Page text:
Jainul and Nur Islam are 60 and 55 years old respectively. Both were fishermen on the Karatoya river for the better part of their lives, but have lost most of their livelihoods in the last few decades.
Jainul, who lives on what was once the banks of Karatoya, in Dhakkamara, Panchagarh, now grows paddy in the riverbed, and pulls a van besides to make a living.
Nur's family, from Tulardanga Khalpara village, has been in this profession for three generations, although he says he might be the last in this line.
“I have been doing this for almost 35 years. Now there's no water, and no fish. I do other sorts of work most of the year,” Nur Islam said.
Panchagarh, a district intertwined with 27 rivers, was once known for water based commerce, fishing and boats. In 30-40 years, most of the rivers have died out or lost their flow as India built one dam after another upstream.
The powerful Mahananda and Karatoya rivers now have many shoals where locals raise crops.
These two, as well as, Dahuk, Chawai, Shenua, Kurum, Ghoramara, Jamuna, Mora Teesta, Talma and Nagar originate in India's Jalpaiguri and Sikkim and in the Himalayas in Nepal. At the upstream, Indians have built barrages, dams, sluice gates, regulators, reservoirs and feeder canals, impeding the natural flow of water.
The country has also built a 221km circular embankment along the district's border.
In 1990, India began building the Gajoldoba barrage on Mahananda river in Siliguri. The river used to run along the Bangladesh-India border for about 20km from Banglabandha Zero Point to Tetulia Sadar. The river is now almost dry.
Karatoya originates in Jalpaiguri and enters Bangladesh through Bhadreswar border area in Tetulia. At Rajganj Madanbari, India has built a dam and barred almost all of its water.
Indians have also built dams, sluice gates and regulators on Dahuk, Chawai, Shenua, Kurum, Ghoramara, Jamuna and Mora Teesta rivers.
Every year in dry season Indian authorities divert this water through feeder canals to dry areas in West Bengal and Bihar for irrigation. During monsoon on the other hand, all barrages, dams and sluice gates are opened up, causing floods in Panchagarh.
The district's agriculture, environment and biodiversity have been devastated by the death of its rivers. Navigability has declined drastically. Groundwater levels have dropped to 18-19 feet. Fish fertility has fallen. Birds and animals are losing habitat.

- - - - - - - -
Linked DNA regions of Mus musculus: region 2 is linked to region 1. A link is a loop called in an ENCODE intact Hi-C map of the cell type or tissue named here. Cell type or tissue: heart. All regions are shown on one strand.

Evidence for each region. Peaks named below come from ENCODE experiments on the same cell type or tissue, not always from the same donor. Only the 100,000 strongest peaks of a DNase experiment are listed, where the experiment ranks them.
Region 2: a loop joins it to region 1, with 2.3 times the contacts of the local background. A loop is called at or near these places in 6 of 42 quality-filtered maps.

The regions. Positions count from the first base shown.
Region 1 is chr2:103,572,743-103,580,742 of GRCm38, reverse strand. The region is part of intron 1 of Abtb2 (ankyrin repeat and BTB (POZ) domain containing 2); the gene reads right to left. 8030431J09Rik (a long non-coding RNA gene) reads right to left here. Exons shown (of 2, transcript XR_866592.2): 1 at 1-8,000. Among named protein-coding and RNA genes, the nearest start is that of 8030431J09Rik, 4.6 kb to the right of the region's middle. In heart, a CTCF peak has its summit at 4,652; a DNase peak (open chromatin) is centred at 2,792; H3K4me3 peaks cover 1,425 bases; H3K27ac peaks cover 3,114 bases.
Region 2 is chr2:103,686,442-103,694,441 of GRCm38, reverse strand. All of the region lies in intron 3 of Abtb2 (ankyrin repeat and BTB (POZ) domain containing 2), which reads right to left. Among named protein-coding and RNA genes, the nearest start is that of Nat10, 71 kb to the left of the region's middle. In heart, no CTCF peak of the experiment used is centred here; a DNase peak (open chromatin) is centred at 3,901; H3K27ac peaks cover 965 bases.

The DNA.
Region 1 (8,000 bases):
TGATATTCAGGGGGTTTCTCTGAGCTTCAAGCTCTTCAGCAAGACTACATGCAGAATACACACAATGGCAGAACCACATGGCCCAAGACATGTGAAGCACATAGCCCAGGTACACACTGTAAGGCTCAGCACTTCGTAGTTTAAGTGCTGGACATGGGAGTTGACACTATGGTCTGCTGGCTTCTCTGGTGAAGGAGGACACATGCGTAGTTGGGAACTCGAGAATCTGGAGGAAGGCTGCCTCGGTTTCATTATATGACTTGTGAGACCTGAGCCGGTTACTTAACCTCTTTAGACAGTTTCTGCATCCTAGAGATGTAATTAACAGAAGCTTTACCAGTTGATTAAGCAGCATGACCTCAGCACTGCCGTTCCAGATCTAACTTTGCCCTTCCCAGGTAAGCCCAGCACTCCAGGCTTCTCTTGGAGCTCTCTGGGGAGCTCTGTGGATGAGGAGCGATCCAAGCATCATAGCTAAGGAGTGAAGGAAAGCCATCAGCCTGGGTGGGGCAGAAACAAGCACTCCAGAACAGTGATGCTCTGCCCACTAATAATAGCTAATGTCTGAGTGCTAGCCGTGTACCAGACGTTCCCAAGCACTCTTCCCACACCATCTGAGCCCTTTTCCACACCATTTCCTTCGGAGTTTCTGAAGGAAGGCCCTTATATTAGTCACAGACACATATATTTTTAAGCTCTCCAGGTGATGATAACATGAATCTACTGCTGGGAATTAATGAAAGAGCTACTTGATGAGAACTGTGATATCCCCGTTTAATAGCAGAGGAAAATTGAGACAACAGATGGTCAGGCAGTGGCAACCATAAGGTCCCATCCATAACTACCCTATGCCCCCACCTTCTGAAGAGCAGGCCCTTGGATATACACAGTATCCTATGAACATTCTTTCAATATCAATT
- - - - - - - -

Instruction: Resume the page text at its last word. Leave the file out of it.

Thousands of fishermen have lost their livelihoods and vast areas of agricultural land has become fallow due to the lack of water.
Panchagarh Livestock Officer Mosharraf Hossain said the dying rivers were causing species extinction in the area.
“Waterbirds, fish, other aquatic animals like snails, turtles, snakes, aquatic plants and insects are dying out because of the drying rivers,” he said.
Rafiqul Islam, deputy director of Panchagarh Agricultural Extension Department, said farmers were cultivating Boro crops in the riverbeds now.
“But the water tables are down, so they have to irrigate more,” he said.
Local environmentalist Sheikh Sajjad Hossain said farmers were using strong insecticides and chemical fertlisers when farming in the riverbeds, which reduced fish fertility and harmed the local wildlife.
The Joint River Commission (JRC) between Bangladesh and India has failed to take practical action in ensuring the country's fair share in river resources despite international agreements to treat joint rivers as shared assets.
Panchagarh Environment Council President Topwhidul Bari said under the JRC agreement, India is obligated to consult with Bangladesh before building dams and sluice gates on joint rivers.
“But India did not consult with Bangladesh before building these dams. The dams are threatening our biodiversity and environment and the region faces the risk of desertification,” he said.